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Lens review

Fujifilm Fujinon XF 60 mm f/2.4 R Macro

8 October 2012
Szymon Starczewski

3. Build quality

Most of new mirrorless systems try to add a macro lens to their line-ups. Most often it is an instrument which gives the same angle of view as a 90-100 mm lens on full frame. The Micro 4/3 system offers its users the Panasonic Leica DG MACRO-ELMARIT 45 mm f/2.8 ASPH. M.O.I.S. and Samsung – the NX 60 mm f/2.8 Macro ED OIS SSA. The Sony company decided to choose another way, starting their macro NEX devices line-up with the 30 mm model. Fujifilm chose an even different approach – they offered a lens which is a macro instrument and a portrait lens at the same time. That’s why we talked about a compromise in the introduction – you get an aperture a bit faster than the typical f/2.8 but you lose when it comes to the magnification factor which is not 1:1, like in a fully-fledged macro lens, but 1:2. When it comes to other optical constructions designed for the X-Pro1 system the Fujinons often provide one of the best parameters in a given class of equipment; still here it is not the case. Tamron, presenting a very well-done SP AF 60 mm f/2.0 Di II LD (IF) Macro 1:1 model, has showed clearly that you can construct a relatively fast lens with a fully-fledged macro mode. It is a pity that Fujifilm didn’t adopt the same way of thinking.

The first of our charts compares the tested lens to its mirrorless rivals. The Fujinon gives us really a lot: the fastest aperture, the biggest number of diaphragm blades. What’s more, as it is completely made of metal outside, it is also physically the lightest and noticeably smaller than the Samsung. Unfortunately when we pass to its macro properties the problems start arising– its minimum focus is noticeably worse than that of the competitors.

You can also check how the Fujinon compares to 60 mm macro lenses for reflex cameras – the next chart shows such a comparison. It becomes clear that the Fujinon is the simplest optical construction of all. Additionally it is also the smallest and physically the lightest. You must remember, though, that it is a very tight group when it comes to the parameters. The Tamron is the fastest, the Nikkor is designed for full frame, only the Canon and the Nikkor have ultrasonic AF motors and the Fujinon lacks 1:1 magnification factor. As you see it would be difficult to draw any binding conclusions.

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The photo below shows how the Fujinon XF 60 mm f/2.4 R Macro presents itself when compared to other „primes” from the same system.

Fujifilm Fujinon XF 60 mm f/2.4 R Macro - Build quality

The Fujinon XF 60 mm f/2.4 R Macro starts with a metal mount and contacts; the mount surrounds a rear element. The rear element is less than 2 cm in diameter and hidden inside the casing over 1 cm deep. The inner tube around it is black and nicely matted. When you pass to the minimum focus distance, the front element system extends on a metal, telescopic tube, making the lens about 2 cm longer. What’s interesting, the rear element remains immobile all the time. It means that, when you pass to the minimum focus distance, not only the optical system of the lens changes but also its focal length and aperture.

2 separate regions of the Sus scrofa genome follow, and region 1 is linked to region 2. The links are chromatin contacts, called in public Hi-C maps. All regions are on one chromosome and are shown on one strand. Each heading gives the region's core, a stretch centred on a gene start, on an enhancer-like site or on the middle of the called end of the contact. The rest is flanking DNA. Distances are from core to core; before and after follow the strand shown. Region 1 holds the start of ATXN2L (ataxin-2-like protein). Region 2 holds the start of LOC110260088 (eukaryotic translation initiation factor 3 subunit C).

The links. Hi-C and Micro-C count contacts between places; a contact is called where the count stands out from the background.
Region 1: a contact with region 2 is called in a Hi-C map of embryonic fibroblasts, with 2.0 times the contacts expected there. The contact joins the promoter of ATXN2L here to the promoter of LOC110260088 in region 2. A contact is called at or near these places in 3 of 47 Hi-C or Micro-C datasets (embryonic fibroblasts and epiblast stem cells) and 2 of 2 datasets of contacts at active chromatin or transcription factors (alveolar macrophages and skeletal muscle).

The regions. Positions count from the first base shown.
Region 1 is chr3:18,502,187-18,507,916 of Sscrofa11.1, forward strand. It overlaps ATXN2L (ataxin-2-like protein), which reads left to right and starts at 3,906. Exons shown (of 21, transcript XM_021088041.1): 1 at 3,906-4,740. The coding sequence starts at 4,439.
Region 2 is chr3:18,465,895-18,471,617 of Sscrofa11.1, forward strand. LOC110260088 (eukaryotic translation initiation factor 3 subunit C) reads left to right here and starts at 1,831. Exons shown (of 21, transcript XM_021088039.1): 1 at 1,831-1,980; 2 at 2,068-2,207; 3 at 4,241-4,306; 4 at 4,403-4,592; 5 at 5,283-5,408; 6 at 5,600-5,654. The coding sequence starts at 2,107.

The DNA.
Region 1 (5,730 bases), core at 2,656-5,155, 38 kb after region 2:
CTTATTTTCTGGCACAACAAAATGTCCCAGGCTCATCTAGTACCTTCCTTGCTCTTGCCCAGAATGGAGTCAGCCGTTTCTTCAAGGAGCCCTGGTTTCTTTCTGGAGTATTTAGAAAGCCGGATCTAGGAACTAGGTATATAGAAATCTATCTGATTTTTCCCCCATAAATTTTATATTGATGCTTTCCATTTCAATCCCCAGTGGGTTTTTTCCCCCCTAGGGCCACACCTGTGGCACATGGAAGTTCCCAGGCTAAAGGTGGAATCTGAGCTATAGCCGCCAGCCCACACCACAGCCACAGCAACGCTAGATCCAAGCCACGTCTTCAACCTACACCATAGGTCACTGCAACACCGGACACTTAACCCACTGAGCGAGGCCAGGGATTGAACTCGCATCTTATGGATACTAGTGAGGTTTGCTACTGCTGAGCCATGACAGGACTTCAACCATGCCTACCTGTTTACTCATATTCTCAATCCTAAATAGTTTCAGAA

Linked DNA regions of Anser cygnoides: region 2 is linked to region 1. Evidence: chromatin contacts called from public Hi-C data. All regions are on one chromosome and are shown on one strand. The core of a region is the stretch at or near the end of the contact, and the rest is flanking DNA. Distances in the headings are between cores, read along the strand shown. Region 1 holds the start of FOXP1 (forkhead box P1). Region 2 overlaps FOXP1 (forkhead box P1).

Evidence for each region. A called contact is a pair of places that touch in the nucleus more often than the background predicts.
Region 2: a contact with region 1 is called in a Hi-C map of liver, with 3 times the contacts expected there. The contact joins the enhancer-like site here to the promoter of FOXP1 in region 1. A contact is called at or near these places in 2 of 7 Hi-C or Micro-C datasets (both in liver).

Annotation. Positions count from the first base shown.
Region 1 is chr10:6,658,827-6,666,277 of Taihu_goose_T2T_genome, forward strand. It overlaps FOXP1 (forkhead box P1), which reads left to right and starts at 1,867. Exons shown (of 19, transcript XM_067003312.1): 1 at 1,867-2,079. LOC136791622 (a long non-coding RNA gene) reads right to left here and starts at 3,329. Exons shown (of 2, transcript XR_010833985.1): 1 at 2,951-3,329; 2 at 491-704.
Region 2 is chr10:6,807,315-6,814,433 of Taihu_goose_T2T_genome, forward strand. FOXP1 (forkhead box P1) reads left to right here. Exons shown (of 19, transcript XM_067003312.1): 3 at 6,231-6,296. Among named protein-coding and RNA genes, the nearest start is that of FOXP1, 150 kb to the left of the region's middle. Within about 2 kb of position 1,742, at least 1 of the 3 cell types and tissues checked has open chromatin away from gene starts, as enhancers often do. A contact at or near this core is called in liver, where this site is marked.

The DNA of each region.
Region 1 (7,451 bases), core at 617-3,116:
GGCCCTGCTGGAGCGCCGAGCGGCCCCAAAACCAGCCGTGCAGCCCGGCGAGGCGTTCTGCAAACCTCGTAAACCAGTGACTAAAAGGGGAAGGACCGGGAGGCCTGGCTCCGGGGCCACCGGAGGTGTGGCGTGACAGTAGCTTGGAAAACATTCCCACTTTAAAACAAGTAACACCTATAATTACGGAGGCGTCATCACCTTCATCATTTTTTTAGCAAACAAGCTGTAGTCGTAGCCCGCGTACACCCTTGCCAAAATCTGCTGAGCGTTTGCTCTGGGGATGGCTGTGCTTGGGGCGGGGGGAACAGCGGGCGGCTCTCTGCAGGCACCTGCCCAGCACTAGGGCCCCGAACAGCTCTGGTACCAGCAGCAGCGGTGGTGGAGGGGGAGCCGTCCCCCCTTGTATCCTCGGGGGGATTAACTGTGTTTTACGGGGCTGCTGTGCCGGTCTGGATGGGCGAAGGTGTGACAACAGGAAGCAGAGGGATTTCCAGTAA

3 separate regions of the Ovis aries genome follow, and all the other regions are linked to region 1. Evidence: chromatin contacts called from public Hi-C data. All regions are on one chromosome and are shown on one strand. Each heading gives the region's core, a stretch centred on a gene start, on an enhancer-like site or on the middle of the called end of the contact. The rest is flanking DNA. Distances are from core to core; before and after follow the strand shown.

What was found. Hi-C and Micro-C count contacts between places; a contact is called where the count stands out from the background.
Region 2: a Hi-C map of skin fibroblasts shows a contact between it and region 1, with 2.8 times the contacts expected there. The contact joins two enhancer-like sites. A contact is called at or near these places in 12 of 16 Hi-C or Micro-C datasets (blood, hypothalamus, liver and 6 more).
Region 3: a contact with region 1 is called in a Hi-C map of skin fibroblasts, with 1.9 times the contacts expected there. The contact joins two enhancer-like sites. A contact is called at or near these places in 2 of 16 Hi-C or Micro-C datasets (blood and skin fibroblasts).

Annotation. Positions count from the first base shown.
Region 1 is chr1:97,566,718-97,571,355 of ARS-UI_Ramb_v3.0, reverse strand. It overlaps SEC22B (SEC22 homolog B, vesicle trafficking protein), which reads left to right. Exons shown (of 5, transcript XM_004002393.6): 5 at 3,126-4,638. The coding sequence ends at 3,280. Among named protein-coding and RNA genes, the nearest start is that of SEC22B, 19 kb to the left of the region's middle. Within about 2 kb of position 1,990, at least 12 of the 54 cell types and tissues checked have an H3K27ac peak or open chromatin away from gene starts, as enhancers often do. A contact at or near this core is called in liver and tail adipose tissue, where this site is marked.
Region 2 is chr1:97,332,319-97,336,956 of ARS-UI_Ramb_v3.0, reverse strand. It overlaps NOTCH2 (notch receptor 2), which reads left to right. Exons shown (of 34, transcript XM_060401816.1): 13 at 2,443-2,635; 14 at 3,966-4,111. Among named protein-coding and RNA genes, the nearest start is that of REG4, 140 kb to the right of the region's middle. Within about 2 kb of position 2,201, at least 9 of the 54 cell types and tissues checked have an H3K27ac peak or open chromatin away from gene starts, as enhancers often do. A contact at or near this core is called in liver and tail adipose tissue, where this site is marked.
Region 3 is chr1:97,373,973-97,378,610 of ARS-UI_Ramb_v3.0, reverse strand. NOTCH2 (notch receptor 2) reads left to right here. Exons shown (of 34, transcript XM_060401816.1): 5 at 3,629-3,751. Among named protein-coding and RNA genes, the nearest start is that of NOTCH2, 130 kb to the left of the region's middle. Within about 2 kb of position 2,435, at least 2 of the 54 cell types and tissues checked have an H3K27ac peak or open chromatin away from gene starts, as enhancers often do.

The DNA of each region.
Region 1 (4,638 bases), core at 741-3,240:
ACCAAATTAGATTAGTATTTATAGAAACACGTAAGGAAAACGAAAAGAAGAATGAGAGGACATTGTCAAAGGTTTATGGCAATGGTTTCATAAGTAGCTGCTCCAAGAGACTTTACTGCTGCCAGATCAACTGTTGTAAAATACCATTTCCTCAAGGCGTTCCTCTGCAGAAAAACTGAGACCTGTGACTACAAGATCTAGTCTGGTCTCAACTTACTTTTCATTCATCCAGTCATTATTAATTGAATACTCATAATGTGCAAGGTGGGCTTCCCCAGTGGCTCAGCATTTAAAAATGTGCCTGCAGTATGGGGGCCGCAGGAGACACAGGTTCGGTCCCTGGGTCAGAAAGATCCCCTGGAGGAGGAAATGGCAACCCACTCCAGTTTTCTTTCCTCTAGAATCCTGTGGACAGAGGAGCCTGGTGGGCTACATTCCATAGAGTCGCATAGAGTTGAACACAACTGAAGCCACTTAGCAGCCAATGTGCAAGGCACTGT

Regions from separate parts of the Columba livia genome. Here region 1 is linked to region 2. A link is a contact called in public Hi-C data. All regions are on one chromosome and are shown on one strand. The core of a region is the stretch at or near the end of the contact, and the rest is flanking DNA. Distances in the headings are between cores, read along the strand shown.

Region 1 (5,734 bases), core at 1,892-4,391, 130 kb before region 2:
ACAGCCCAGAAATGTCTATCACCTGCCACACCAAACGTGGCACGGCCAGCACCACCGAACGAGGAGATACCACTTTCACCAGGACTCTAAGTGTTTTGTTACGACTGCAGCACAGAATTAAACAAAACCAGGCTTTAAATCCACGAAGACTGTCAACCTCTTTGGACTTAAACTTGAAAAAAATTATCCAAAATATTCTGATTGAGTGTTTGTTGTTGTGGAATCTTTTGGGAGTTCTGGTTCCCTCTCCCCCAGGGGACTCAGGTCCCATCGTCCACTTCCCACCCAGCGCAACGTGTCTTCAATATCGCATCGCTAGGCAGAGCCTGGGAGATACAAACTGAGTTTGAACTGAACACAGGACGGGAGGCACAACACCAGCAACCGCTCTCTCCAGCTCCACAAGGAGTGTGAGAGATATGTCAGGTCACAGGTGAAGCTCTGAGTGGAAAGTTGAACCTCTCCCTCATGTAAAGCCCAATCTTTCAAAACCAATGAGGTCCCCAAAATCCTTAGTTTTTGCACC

Fujifilm Fujinon XF 60 mm f/2.4 R Macro - Build quality


The proper body starts with a smooth and immobile ring on which there is a red marking, helping you to alight the lens to a camera, a serial number and an inscription “MADE IN JAPAN” Further on you find an aperture ring. Its work is well-damped, allowing you to change the aperture every 1/3 EV step, it is 11 mm wide and over half of that width is taken by ribbing. A smooth, immobile ring is the next part of the lens; it almost begs to put a depth of field scale on it but, unfortunately, the producer didn’t decide to do so.

Moving on you find a ribbed ring for manual focusing, which is 23 mm wide – easily the biggest part of the whole lens body. The ring’s work is based on electronic transmission so to move the elements the lens must be attached to a switched-on camera. As it is well-damped and moves smoothly, you can set focus very comfortably with it. Running through the whole scale takes a turn through a huge angle of about 800 degrees! Despite such a wide distance range the producer didn’t decide to use any focus distance limiter. Perhaps it is so because the Fujifilm X-Pro1 body itself offers two ranges: normal and macro.

Fujifilm Fujinon XF 60 mm f/2.4 R Macro - Build quality


The last element of the proper lens body is a bayonet mount for a hood. It also surrounds a fragment of the casing on which there is the name and parameters of the lens. A tube extends from it with the front element system. The tube has a non-rotating filter thread on its edge, with a diameter of 39 mm. The front element is 23 mm in diameter and it hides inside the casing about 2 cm deep. With 1:2 magnification factor the edge of the lens’s tube is situated in the distance of about 15 cm from the photographed object.

Fujifilm Fujinon XF 60 mm f/2.4 R Macro - Build quality


When it comes to the optical construction we deal here with 10 elements positioned in 8 groups. The producer boasts of using one aspherical element and one element made of low-dispersion ED glass. Inside you can also find an aperture with nine diaphragm blades; it can be closed down to f/22.0.

The buyer gets both caps, a hood and a case in the box. It is nice that the producer didn’t economize on those useful accessories. Currently such a practice is less and less common – even lenses much more expensive than the Fujinon can be sold with the caps only.

Fujifilm Fujinon XF 60 mm f/2.4 R Macro - Build quality